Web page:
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Trading the EURGBP during Brexit Uncertainty: A Case Study

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Written by Nikola Grozdanovic, FXTM Senior Staff Writer

Ask most established currency pair traders to pick between fundamental and technical analysis, and you’ll often get a lengthy monologue describing the benefits of both. This is because traders who’ve been around the currency market block know that a healthy mix of both types of analysis is the way to go. Just like in every healthy relationship, each have their important roles to play – and in this article, we’ll zero in on the role fundamental analysis plays. Specifically, we’ll be looking at an FXTM Invest Strategy Manager’s trading of the EURGBP currency pair in late September and early October as a case study.

FXTM Invest, for those unaware of the programme, is a copy trading feature that allows investors to automatically copy suitable forex traders and their strategies. Those they copy are called Strategy Managers. One of the more useful and interesting aspects of FXTM Invest is the sheer amount of insight that investors can get into the 2000+ Strategy Managers on offer; each manager has his or her own page that goes into great visual detail about their trading history, style and statistics. Through a trading service such as this, a potential investor can gain an understanding of a strategy manager’s trading pattern on a certain instrument – and by correlating it with world events, they can make sense of a manager’s thought process which can be a make-it-or-break-it decision if they’re considering following them.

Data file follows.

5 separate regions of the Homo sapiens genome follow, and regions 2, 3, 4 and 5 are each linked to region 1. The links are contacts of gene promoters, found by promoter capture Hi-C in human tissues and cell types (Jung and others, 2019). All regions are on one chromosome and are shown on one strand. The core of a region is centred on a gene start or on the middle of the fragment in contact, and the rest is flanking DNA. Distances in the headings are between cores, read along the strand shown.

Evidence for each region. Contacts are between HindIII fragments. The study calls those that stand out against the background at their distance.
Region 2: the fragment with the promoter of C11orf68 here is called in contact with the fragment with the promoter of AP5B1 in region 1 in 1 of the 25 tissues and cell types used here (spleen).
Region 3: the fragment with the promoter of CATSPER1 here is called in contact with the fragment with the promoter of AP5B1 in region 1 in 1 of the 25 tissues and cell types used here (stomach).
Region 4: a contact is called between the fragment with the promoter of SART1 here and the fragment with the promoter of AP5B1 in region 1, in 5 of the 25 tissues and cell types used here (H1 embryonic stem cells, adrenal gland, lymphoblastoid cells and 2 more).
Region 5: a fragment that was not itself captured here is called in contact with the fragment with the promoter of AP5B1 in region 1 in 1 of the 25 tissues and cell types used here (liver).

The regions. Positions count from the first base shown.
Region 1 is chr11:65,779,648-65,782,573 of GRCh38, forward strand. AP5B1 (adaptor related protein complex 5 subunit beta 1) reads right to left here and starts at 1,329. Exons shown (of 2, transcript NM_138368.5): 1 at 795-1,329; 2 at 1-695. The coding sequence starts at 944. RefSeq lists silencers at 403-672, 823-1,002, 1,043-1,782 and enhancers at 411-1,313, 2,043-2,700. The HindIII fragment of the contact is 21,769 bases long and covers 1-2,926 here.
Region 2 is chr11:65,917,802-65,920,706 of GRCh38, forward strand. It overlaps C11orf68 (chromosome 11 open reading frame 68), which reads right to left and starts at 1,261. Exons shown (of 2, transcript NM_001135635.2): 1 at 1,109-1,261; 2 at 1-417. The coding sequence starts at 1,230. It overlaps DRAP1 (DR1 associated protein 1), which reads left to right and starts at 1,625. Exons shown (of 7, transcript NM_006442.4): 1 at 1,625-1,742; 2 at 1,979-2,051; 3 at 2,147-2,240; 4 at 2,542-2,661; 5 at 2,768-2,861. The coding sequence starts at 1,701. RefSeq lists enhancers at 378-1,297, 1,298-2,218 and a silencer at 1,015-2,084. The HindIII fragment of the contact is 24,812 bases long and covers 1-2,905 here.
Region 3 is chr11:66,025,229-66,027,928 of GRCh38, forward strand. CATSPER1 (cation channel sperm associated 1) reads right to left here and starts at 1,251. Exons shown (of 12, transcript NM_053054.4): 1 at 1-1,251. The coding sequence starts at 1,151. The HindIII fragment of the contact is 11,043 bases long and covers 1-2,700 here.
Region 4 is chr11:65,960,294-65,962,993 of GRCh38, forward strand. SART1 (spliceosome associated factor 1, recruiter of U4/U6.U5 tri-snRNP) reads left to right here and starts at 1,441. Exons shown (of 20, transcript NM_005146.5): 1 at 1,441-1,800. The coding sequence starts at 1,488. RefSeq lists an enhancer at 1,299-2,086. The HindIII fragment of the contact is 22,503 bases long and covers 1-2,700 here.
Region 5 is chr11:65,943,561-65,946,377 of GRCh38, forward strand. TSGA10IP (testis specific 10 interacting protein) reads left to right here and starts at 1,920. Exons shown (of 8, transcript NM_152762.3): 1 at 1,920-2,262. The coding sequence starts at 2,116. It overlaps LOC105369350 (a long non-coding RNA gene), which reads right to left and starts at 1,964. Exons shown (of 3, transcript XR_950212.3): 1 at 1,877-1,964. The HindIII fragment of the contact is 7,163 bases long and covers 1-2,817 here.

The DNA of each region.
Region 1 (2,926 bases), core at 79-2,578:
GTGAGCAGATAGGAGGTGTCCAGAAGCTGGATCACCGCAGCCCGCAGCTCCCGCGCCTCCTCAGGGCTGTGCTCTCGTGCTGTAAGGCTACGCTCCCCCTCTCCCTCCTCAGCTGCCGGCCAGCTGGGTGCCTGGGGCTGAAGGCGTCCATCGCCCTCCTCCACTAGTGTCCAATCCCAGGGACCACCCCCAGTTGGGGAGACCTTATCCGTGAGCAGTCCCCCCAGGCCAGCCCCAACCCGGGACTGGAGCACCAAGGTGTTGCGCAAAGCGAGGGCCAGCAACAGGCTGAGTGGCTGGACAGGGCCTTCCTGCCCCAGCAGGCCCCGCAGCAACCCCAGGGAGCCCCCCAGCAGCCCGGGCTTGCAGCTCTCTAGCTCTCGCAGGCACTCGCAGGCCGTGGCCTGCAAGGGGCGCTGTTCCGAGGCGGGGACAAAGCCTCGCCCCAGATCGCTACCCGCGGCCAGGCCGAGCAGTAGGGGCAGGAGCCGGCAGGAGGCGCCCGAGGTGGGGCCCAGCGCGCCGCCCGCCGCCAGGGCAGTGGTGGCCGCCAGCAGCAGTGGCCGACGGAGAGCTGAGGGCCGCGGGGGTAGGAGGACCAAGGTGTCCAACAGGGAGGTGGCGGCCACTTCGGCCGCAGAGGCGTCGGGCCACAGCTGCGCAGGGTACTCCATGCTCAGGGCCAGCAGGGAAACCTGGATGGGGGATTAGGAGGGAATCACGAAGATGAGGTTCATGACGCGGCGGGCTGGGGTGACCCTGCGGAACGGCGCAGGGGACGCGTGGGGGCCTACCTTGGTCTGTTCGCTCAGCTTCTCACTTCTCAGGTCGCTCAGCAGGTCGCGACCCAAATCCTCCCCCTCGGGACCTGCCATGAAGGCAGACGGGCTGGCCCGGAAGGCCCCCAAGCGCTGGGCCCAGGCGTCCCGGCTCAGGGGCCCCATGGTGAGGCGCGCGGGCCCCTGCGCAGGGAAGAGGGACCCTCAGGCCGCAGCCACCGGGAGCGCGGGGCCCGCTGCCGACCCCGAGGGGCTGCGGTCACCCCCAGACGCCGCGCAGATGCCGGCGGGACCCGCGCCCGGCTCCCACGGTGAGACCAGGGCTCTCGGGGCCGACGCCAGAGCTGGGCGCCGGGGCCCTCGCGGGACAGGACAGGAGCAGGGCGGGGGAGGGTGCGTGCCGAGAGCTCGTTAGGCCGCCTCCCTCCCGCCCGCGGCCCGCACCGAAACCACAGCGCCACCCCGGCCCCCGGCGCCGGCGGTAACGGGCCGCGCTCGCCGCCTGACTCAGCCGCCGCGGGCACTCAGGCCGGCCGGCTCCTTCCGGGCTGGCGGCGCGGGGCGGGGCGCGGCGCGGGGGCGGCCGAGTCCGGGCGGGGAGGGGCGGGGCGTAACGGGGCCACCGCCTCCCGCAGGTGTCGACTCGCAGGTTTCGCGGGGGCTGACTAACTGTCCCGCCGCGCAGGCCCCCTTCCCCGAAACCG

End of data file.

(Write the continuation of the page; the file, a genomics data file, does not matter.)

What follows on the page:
FXTM Invest Case Study: OnePlus87 & the EURGBP.

Trading under the nickname of ‘OnePlus87’, this Strategy Manager has a distinctly recognizable pattern when it comes to trading the EURGBP currency pair in September and October. But, before we get into that, let’s see what actually happened to EURGBP recently – and more importantly, why it happened.

The central theme of any discussion that involves the pairing of Pound Sterling is undoubtedly Brexit. Ever since the referendum, the Pound has been on shaky ground, stirring political upheaval within PM Theresa May’s cabinet and putting a major Eurozone spotlight on the UK internationally. The biggest recent Brexit-related event was the informal summit held at Salzburg on the 20th of September, where Theresa May laid out her Chequers plan for a Brexit deal to EU heads Donald Tusk (President of the European Council) and Jean-Claude Juncker (President of the European Commission).

Needless to say, it didn’t go down well. Tusk, Juncker and virtually all the EU heads said the plan would not work and May flew back to London, defeated – certainly not looking forward to all the “I told you so’s” from her domestic critics. What this did to the EURGBP on the price chart is give it a violent upward swing the very next day. All of a sudden, a ‘no-deal’ Brexit looked more probable, which weakened the Pound, making EURGBP shoot up by 1.2% (from 0.88 to a cat’s whisker under 0.90). But it’s important to consider other factors beyond the ones making the biggest headlines when trading currencies. This is exactly what OnePlus87 has done.